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£2 million study to reveal workings of dementia genes

University of Manchester scientists are to investigate the biological causes of the second most common form of dementia after Alzheimer's, thanks to a prestigious 1.9 million senior fellowship award from the Medical Research Council.

Frontotemporal lobar degeneration (FTLD) is a group of dementias that affect the frontal and temporal lobes of the brain and are characterised by behaviour and language dysfunction, rather than the memory loss associated with Alzheimer's disease (AD).

FTLD, which affects about 50,000 people in the UK, also differs from AD in that it targets younger people: FTLD sufferers are usually in their 50s or 60s, although people as young as their 20s have also fallen victim to FTLD. AD sufferers tend to be older.

"Alzheimer's patients lose their awareness of space and time, whereas FTLD can result in changes in personality as well as speech and language difficulties," said Dr Stuart Pickering-Brown, who is leading the research.

"Sufferers can become apathetic or exhibit behaviour at the other extreme and lose normal social values which lead them to act inappropriately.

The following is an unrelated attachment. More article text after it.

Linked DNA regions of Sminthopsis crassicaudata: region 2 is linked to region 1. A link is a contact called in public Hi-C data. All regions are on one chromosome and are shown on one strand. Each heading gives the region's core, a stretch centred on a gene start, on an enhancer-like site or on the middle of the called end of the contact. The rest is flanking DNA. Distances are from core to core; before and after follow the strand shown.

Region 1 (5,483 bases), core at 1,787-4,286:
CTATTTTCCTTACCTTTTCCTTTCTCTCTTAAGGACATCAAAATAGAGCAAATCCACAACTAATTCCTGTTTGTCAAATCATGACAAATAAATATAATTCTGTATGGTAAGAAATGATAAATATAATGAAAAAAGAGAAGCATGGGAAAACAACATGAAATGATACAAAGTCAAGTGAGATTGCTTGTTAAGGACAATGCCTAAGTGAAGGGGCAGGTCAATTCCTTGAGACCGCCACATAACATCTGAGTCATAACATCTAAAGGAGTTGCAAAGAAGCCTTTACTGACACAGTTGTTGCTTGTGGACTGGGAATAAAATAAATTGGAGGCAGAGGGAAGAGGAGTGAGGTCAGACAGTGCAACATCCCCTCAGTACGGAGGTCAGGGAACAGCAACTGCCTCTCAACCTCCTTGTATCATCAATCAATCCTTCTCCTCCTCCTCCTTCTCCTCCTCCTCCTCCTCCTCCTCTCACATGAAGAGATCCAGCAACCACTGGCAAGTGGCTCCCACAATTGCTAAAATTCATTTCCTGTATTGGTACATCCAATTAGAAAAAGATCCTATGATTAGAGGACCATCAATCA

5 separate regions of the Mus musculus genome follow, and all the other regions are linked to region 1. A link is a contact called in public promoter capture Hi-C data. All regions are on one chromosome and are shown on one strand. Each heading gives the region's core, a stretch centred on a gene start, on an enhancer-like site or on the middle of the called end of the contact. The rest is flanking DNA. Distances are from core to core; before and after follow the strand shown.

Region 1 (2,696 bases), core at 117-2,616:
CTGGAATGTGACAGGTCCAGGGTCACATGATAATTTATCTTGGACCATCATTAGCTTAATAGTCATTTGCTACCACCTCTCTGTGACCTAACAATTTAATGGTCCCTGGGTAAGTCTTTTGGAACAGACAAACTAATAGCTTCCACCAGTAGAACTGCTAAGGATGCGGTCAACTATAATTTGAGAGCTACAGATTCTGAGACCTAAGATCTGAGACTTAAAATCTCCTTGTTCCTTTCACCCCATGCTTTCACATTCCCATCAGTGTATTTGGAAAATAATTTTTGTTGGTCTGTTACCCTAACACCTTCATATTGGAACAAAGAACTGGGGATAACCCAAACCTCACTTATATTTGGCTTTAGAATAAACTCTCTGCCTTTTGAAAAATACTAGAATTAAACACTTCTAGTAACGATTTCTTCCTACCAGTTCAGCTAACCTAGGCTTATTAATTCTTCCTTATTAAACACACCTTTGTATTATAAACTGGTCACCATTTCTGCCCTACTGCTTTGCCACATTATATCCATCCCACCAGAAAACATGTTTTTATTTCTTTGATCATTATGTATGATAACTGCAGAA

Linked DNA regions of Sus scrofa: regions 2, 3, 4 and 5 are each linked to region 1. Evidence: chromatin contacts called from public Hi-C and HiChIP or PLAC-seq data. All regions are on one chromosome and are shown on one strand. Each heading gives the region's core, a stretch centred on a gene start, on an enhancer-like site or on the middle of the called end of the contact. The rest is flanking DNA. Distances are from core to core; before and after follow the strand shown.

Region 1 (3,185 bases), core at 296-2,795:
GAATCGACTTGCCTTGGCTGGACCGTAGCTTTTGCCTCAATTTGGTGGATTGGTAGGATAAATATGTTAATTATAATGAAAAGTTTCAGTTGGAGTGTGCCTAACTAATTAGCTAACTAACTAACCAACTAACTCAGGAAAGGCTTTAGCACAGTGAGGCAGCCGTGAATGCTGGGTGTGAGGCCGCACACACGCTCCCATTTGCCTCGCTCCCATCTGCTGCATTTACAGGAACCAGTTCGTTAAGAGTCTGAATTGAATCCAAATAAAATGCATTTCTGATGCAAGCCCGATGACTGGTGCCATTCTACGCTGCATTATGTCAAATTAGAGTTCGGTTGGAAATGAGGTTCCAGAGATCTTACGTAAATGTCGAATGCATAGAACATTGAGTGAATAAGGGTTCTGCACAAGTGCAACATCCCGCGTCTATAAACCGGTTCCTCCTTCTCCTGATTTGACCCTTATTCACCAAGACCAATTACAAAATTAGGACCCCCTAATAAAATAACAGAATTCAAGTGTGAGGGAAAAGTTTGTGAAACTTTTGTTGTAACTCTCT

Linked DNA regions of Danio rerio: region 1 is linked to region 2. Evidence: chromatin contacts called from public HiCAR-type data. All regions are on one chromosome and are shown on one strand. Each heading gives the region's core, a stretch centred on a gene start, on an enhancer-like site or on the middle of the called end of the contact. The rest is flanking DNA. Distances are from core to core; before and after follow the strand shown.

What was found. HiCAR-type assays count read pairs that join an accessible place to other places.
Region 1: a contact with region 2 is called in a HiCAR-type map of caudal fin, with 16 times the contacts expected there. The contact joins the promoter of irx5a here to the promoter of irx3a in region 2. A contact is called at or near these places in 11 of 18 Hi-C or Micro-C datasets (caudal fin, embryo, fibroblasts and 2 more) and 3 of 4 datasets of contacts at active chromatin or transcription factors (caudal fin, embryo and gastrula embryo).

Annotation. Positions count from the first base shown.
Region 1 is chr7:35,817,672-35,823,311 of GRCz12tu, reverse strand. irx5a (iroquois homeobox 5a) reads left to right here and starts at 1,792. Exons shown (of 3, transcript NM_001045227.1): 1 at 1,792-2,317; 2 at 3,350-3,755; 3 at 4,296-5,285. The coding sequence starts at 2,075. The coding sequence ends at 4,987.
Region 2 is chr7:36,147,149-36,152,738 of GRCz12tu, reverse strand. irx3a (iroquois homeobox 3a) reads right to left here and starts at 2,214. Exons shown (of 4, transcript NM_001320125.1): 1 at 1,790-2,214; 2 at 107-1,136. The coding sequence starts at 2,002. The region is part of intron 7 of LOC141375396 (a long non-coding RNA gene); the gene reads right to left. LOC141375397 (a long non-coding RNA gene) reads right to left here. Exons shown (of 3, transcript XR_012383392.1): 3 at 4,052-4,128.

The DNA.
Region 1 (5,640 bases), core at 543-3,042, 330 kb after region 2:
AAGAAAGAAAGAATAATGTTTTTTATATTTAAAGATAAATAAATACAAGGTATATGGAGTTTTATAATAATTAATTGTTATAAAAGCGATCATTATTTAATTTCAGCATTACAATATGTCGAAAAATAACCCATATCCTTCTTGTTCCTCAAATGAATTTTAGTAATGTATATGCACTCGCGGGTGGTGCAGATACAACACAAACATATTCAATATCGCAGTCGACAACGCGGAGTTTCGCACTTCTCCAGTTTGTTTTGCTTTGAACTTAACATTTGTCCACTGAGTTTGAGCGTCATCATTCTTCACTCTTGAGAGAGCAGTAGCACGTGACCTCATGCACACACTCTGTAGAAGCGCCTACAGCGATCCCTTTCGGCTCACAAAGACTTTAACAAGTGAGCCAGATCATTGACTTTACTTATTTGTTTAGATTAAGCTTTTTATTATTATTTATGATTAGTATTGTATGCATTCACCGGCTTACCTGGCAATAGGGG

"Speech and language difficulties fall into two main types: sufferers can develop problems with grammar and pronunciation or have semantic dementia where they lose the information content of language.

Errors in two genes tau and progranulin have been identified as causes for FTLD but these only account for 10% of cases. The University of Manchester team plan to investigate the role other genes may play in the disease.

"Our research suggests other genes may be important in regulating the amount of tau and progranulin in the brain," said Dr Pickering-Brown, who is based in the School of Translational Medicine.

"Progranulin is associated with wound healing and little is known about its function in the brain, so we now plan to study the effects of progranulin on cells and explore how it is affected by other genes."

At the end of the five year study, the team hope to have a much clearer understanding of the genetic causes underlying FTLD.

"Understanding the biological problems that lead to FTLD will help in diagnosing the condition and ultimately allow us to find future therapies for patients."


University of Manchester

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